For a lot of teams that manage SAP environments, the terms reporting and monitoring are often used interchangeably. This typically leads to a lot of confusion and misunderstanding, especially when speaking with other organizations, at conferences or speaking with vendors.
Debunking SAP Reporting and SAP Monitoring Terms
The SAP world has a ton of acronyms, abbreviations, a single name for multiple solutions and multiple names for a single solution. So let's see if we can at least clear up the reporting/monitoring terms in this world of confusing naming conventions.
Before we dive into the bulk of the differences, it’s important to note how these two terms got so incredibly interchanged in this environment. Basically, as we all know, SAP is a beast with a mind of its own in an organization. It’s coded in its own language and requires a specific team of people to manage and support it. What that means is standard enterprise-wide monitoring or reporting tools don’t work, especially not 5, 10 or 15 years ago. So what was primarily used was a solution built within the SAP system called CCMS.
The primary purpose of CCMS was to give insights into the health of the environment because no third-party solutions could. Being the sole solution to collect this information, at the time meant it was used for any purpose under the cloud (pun NOT intended lol). Engineers utilized this information for alerting and notification purposes. But soon the management requests started coming in for historical tracking of data health points, looking for trends, etc.
With nowhere else to turn, the engineers utilized the one solution they had available to them, CCMS. Soon the industry was utilizing CCMS, the single solution data points, for alerting, trend analysis, database growth analysis, etc. It was a mess. Then the day of SAP Managed Service Providers came to be. With SAP being the lifeblood of an organization, the SAP Managed Service Providers needed a way to show their customers that they were proactively maintaining the systems and keeping them in a healthy state. A daily/weekly/monthly report was typically the answer, utilizing CCMS monitoring information as its primary data points. So now we had management within organizations requesting reports from monitoring data and MSPs utilizing monitoring data for periodic reports, and thus the “SAP Monitoring Report” was born.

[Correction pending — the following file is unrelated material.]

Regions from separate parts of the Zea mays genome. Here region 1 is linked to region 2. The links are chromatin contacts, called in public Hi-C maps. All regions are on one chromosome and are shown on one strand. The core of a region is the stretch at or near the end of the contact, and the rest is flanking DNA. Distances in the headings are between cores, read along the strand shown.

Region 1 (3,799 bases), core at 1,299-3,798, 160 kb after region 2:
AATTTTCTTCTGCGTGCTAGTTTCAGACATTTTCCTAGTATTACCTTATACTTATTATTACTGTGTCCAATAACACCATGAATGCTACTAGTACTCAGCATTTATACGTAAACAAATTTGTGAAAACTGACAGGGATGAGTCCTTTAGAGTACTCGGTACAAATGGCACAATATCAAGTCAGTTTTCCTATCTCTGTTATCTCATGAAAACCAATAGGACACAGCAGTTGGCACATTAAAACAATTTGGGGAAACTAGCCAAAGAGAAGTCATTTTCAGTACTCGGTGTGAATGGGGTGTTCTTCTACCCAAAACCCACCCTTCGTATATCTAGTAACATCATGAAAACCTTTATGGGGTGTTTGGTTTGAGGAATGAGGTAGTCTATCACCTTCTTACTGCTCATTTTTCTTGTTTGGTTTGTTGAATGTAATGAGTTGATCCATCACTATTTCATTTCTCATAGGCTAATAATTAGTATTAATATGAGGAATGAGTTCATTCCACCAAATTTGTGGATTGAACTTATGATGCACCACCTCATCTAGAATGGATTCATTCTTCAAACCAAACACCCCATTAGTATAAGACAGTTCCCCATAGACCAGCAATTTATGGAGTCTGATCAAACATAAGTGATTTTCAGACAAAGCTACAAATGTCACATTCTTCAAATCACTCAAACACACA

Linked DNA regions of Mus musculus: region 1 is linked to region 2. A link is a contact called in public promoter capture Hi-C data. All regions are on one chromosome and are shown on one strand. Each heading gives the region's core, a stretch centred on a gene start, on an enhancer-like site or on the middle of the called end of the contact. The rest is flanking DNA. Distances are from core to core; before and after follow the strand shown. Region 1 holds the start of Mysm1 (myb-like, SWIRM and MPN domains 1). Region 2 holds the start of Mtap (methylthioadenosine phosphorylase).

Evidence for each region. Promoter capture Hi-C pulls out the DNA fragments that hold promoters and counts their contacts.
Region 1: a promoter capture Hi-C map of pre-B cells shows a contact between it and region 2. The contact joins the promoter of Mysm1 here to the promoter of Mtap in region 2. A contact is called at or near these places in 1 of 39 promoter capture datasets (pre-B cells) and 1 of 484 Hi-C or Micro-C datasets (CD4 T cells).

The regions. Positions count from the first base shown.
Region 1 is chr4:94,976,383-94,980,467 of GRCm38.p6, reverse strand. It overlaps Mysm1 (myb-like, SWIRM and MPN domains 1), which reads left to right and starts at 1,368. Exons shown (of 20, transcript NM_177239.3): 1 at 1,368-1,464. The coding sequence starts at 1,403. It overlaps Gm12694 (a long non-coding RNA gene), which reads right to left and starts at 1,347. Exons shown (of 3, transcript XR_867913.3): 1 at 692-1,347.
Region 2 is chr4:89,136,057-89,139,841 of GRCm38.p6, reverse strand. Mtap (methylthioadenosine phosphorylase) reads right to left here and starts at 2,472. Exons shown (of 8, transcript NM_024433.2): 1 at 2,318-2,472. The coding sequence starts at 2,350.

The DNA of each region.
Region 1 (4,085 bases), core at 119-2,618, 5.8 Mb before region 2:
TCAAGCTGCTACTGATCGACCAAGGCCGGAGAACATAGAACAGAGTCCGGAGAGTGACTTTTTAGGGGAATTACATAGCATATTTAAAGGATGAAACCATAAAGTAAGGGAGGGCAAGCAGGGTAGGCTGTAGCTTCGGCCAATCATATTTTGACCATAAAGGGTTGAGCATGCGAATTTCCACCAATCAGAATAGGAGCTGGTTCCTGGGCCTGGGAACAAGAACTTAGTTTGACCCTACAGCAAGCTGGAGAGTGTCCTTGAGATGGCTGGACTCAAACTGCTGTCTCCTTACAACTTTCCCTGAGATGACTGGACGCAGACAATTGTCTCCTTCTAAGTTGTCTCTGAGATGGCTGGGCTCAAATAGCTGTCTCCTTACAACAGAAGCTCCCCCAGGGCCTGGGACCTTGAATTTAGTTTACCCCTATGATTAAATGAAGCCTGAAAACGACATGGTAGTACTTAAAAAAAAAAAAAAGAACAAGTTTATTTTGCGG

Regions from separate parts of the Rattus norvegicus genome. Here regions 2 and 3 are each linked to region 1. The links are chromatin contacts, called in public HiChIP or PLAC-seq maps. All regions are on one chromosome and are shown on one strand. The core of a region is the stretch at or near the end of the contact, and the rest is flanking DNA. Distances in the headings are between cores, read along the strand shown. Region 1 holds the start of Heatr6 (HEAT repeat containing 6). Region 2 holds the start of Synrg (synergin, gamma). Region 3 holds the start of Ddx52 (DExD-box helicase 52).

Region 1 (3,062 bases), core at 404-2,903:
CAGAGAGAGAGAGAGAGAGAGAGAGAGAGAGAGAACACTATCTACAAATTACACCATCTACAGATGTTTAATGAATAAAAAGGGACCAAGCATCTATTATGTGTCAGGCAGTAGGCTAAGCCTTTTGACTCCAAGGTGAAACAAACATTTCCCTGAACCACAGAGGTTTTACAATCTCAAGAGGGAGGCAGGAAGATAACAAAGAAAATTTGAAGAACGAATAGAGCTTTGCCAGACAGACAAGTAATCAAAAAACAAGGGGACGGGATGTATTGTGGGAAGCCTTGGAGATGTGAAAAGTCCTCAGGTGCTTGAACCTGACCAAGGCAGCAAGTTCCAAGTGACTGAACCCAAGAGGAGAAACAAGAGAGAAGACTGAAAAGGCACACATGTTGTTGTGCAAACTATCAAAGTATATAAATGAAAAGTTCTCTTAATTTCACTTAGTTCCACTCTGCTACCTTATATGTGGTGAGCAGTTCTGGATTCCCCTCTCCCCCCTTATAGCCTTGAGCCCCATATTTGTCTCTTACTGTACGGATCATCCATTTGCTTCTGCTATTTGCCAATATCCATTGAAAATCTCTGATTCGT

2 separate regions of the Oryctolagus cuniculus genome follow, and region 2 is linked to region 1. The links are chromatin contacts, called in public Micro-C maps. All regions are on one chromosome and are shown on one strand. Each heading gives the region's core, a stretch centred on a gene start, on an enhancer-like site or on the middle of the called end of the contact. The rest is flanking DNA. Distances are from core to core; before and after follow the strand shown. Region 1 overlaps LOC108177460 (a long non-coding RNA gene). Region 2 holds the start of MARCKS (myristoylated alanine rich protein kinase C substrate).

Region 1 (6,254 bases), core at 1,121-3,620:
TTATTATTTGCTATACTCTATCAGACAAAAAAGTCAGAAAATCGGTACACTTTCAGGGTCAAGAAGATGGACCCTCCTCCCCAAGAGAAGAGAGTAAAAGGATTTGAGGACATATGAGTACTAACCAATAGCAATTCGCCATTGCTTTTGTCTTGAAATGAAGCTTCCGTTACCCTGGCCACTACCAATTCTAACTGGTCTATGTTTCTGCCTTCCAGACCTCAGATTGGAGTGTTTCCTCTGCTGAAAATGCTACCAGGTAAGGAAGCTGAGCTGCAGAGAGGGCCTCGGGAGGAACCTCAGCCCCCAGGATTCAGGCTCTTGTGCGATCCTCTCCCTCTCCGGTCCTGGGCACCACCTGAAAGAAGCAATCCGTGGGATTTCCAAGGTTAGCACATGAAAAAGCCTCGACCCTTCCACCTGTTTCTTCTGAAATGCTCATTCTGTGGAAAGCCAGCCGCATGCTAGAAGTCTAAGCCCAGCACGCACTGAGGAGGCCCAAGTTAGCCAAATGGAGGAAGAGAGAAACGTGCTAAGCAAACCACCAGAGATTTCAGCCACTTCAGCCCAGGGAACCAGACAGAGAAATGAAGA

What Change Fueled SAP Automation?
It wasn’t until fairly recently that the industry started to look at the notification data they were receiving and the reports they were reviewing and saw that too much confusing data was being sent too often for alerting purposes, often bombarding inboxes with pointless emails, and reports that lacked the necessary information to have any value. What transpired was splitting the data apart, making different ways to collect and use data for ‘monitoring’ and ‘reporting’ purposes. This ability gave organizations a way to pull large sets of data for reporting purposes, but also receive up-to-the-minute data for monitoring purposes, blazing the way for ‘SAP automation’, a term still not trusted by many in the SAP world. It’s funny to think how the historical improper use of monitoring and reporting data is probably the primary factor in why SAP technical automation is late to the world of IT automation.
SAP System Monitoring Data
Modern-day monitoring data is collected periodically throughout the day. Depending on the type of data, the cycle it is collected is changed. For example, system up/down monitoring data is collected more frequently than information on certificate validity. Also, because the data is NOT being used for reporting purposes, not as much information needs to be collected.